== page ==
- Support for other VS subsystems, especially those that are based on T4 templates.
- “Intellisense” features for the editor, such as completion lists, parameter tips, Goto definition etc
- Class browser and Object browser support
- Debugger support for Globals and X# expressions
- Create the X# runtime, so you no longer need the Vulcan Runtime to run your apps that use RDDs and the VO SDK classes. Our intention is not only to replace the Vulcan runtime, but also to improve it.
After all, we have done this before, so we can do it again, but then better!
- Thread Safe runtime and RDD system
- Runs on AnyCPU
- Support Runtime Macros AND scripting (our macro compiler will support the complete language!)
- Portable where possible. Unfortunately, there are many areas (IO related mostly) that can’t be completely portable
- Add support for an extra xBase language. At this moment, we are considering to add support for (x)Harbour. The (x)Harbour community is very active and seems to be the most interesting target audience.
Contents / Motto
Most “intellisense” features in VS
Complete X# Runtime
First version of (x)Harbour support
Complete version of (x)Harbour support
On behalf of the whole devteam I would like to wish all our friends, customers and other people following our project all the best for 2017!
And I would also like to use the opportunity to share some news with you:
Last week we had our 2nd 'DevTeam Summit' in Athens. It was a little bit different this year compared with last year. First Fabrice could not attend because of health issues for a relative. And secondly it was cold, very cold. We had snow in Athens !
We worked a lot this week but also had some time for touristic attractions, as you can see in the image here.
One of the things we acomplished is that we finished the work on the Vulcan compatibility in the compiler. We were able to successfully compiler the complete Vulcan SDK including all kind of dirty tricks that are used in this SDK without code changes.
To be honest: we had to make a couple of changes, because our compiler found a few problems in the Vulcan SDK. If you ever wondered why drag and drop in the GUI classes is not working properly in Vulcan, then we have found the reason: there is code missing because of a typo in a define in the source code.
We also discussed our future plans for X# and you can expect updates on this website in the next couple of weeks.
As you can expect we will now pickup the work on the X# runtime, which will consist of a set of runtime functions, xBase datatypes RDDs, Macro compiler and more.
We expect to be able show you a lot of this at the XBase Future conference in Cologne end of April.
Will we see you there ?
We are proud to announce the release of XSharp Beta 9.
This beta mainly focuses on bug fixes and compatibility With this build we consider the VO and Vulcan support completed: the complete Vulcan SDK compiles as well as 99.9% of the 3rd party products, such as ClassMate, ReportPro, bBrowser and Vn2Ado. You should have no problems compiling your Vulcan code with this build of X#.
Many changes to the compiler have been released before as Beta 8a and Beta 8b. We have made some more changes since beta 8b mostly as a result of your feedback, for which we are very grateful.
This build also includes updated Visual Studio integration. Unfortunately not with Code completion and other editor features, but we did make quite some changes to the build system and project system. Not all of these are directly visible, but we fixed some glitches, especially with regard to dependent items, resource compilation, the error list etc. We have now also enabled all the VO compatibility compiler options in the project properties dialog.
And if you are wondering "where is my intellisense": we have decided to delay the Code completion support until the next build because we were not completely satisfied with it.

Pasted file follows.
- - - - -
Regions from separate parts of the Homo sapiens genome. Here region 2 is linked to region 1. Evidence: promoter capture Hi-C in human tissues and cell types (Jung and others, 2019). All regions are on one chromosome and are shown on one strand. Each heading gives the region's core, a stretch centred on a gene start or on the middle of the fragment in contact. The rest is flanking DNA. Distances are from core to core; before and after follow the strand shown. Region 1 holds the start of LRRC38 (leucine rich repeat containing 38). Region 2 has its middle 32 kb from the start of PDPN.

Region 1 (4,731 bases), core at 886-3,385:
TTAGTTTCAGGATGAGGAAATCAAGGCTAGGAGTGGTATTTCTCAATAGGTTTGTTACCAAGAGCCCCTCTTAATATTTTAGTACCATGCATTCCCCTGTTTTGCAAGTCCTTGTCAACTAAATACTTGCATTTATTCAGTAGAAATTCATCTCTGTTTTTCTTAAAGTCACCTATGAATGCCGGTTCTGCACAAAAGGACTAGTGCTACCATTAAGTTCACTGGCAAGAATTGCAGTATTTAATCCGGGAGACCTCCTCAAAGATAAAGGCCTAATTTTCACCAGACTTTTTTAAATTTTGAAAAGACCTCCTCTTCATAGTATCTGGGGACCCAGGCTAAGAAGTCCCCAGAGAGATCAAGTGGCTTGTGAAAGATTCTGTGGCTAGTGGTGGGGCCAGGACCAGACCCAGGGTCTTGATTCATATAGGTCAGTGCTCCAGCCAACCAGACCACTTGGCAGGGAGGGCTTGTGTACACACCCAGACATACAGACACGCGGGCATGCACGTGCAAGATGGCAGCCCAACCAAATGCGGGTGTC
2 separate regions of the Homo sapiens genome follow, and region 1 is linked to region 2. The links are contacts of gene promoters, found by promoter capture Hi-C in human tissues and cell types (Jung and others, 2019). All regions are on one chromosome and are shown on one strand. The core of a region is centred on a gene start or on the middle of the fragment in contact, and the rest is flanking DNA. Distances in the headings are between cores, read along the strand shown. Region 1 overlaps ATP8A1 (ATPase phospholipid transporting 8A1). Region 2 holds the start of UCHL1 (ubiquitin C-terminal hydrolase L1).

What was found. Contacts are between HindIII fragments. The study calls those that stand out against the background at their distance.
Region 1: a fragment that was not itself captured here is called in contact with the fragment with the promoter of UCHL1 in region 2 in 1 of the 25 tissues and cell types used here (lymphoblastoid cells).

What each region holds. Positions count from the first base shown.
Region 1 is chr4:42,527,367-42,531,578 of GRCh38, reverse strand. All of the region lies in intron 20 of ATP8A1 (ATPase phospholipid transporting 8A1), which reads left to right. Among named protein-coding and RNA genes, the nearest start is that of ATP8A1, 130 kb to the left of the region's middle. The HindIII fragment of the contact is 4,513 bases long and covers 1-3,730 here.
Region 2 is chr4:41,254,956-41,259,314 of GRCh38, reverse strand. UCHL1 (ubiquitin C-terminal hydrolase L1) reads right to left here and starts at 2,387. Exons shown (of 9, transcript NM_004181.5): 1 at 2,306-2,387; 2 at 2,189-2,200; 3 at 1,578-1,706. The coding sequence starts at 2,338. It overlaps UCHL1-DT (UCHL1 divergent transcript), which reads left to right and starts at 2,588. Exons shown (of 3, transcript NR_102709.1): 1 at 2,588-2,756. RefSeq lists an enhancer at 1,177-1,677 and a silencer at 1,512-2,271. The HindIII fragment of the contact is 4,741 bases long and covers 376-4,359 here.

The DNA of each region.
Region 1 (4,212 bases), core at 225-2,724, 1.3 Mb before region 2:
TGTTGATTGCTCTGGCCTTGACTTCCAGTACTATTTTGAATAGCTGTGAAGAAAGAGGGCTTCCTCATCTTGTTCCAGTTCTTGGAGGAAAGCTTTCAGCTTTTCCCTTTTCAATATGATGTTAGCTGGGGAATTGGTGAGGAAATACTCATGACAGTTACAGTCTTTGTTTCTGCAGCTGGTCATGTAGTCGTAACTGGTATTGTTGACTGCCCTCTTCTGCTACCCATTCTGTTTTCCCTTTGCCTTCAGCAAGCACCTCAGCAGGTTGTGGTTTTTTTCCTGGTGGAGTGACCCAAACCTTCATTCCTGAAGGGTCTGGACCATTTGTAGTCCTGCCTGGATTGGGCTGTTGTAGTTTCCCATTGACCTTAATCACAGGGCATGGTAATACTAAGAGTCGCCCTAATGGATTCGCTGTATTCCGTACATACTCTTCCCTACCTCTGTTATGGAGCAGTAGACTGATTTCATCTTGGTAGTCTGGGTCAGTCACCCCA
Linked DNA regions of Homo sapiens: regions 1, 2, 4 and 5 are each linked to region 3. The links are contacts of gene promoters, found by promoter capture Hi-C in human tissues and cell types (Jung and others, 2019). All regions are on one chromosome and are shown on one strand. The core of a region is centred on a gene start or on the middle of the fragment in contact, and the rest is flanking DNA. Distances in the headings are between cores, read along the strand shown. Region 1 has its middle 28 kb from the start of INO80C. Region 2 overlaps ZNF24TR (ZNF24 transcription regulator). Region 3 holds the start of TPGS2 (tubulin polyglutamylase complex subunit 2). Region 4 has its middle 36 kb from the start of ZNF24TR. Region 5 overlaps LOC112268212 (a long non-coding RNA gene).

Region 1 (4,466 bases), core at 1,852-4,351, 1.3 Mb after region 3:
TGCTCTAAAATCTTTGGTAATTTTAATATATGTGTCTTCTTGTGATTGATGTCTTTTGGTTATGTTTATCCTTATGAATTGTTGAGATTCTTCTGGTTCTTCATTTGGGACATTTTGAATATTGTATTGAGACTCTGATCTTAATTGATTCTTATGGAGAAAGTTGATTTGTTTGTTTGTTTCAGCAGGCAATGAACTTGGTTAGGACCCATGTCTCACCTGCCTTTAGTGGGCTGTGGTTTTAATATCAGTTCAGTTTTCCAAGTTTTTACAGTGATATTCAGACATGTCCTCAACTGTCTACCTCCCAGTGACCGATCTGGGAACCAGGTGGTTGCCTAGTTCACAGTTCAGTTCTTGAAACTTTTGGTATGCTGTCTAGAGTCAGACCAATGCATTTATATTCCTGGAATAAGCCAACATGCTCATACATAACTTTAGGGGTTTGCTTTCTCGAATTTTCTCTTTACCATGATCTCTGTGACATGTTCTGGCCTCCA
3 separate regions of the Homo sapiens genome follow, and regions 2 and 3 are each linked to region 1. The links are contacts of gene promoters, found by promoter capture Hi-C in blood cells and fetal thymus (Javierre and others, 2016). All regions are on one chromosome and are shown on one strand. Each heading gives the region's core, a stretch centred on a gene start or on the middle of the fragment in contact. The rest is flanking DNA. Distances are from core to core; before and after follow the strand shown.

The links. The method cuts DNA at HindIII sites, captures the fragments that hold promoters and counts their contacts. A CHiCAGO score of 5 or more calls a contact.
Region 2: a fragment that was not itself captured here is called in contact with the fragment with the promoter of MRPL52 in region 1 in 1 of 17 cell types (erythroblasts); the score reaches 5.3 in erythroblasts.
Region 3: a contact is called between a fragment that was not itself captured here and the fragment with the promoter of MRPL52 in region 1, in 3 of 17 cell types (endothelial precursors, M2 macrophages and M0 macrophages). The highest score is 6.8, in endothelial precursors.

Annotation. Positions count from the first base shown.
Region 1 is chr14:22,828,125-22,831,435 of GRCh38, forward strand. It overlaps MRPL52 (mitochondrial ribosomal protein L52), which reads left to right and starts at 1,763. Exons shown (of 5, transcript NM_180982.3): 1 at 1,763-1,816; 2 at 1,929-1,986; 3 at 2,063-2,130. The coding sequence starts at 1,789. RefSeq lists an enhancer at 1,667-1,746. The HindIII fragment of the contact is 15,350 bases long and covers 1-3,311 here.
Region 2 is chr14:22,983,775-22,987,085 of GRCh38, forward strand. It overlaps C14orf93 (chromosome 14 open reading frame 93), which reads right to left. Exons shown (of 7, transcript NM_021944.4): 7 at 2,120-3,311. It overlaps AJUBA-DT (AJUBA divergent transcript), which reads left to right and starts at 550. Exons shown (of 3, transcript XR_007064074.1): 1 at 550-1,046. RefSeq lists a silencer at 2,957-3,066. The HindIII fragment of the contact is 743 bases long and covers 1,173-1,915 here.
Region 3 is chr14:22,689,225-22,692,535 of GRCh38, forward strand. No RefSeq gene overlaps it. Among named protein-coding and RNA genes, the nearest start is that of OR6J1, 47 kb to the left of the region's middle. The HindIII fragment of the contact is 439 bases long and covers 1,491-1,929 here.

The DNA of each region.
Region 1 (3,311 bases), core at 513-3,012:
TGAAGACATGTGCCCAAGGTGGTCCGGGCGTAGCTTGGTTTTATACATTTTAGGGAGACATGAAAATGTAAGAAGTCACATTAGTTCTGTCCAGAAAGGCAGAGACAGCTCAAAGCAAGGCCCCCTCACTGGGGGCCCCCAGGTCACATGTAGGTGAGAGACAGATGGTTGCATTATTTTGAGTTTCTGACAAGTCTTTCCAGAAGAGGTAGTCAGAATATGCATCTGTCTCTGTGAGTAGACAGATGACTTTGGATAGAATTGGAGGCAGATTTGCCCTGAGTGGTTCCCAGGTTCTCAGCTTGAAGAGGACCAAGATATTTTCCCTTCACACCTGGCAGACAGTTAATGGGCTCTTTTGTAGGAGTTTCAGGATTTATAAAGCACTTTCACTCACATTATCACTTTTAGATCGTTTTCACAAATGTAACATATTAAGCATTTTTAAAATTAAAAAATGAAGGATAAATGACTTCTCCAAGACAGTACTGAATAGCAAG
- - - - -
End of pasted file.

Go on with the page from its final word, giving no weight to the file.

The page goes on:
You will also find quite some changes in the documentation. All of the compiler options are documentation now, and we have included a list of the most common error numbers and messages.
Today we are uploading both a build for our Friends Of XSharp (FOX) subscribers and a public build. This public build is identical to the FOX build but does not include the optimized version of the compiler.
Last but not least: our special 30% discount on the price of a FOX subscription was expiring this week. We have decided to extend this price until February 15th. Click here to subscribe now
Earlier this year, around the conference in Cologne, we have published a roadmap in which we told you about our plans and what we wanted to deliver in 2016. In this week before Christmas, with winter on our doorsteps it is time to look back and see what we have achieved.
As we all now, predicting the future is very difficult. Who whould have predicted that Donald Trump would be the next president in the US?
So we were wrong in our predictions about the progress of X# too. But we are on the right track, and we are the only XBase dialect that is making great progress every month.
What we did achieve in the 15 months behind us is:
- A fully functional core dialect compiler based on the Roslyn source, that can compile everything that you can find in C# 6 with an XBase language syntax.
- Many new features have been added to the xBase language, such as LINQ, Anonymous types, support for Asynchronous operations, creating generics etc. You only have to look at the pearls section in our forums to see proof of that. Every niche corner in the LINQ area in our product is being tested at length by Phil, and it simply works. Other customers have used other new features and we have received a lot of positive response on the new features
- The support for the VO and Vulcan specific datatypes and language constructs is also almost finished. Last week we have added some missing features, such as support for PCALL() to call native Win32 functions through a pointer in an external DLL. Not something that you use in your everyday development but it is used in some inhouse libraries as well as in the VO SDK. So we decided that add that to our language, to make the migration from VO and Vulcan as smooth as possible.
"Normal" VO and Vulcan applications compile fine now with X#. We have done that ourselves and we got some very positive feedback from our customers who have also successfully migrated apps.
- We have working Visual Studio integration in both Visual Studio 2015 and Visual Studio 2017. We are very proud that we were one of the original "sim ship partners" (the last one in the alphabetical list)that released their support for Visual Studio 2017 on day one.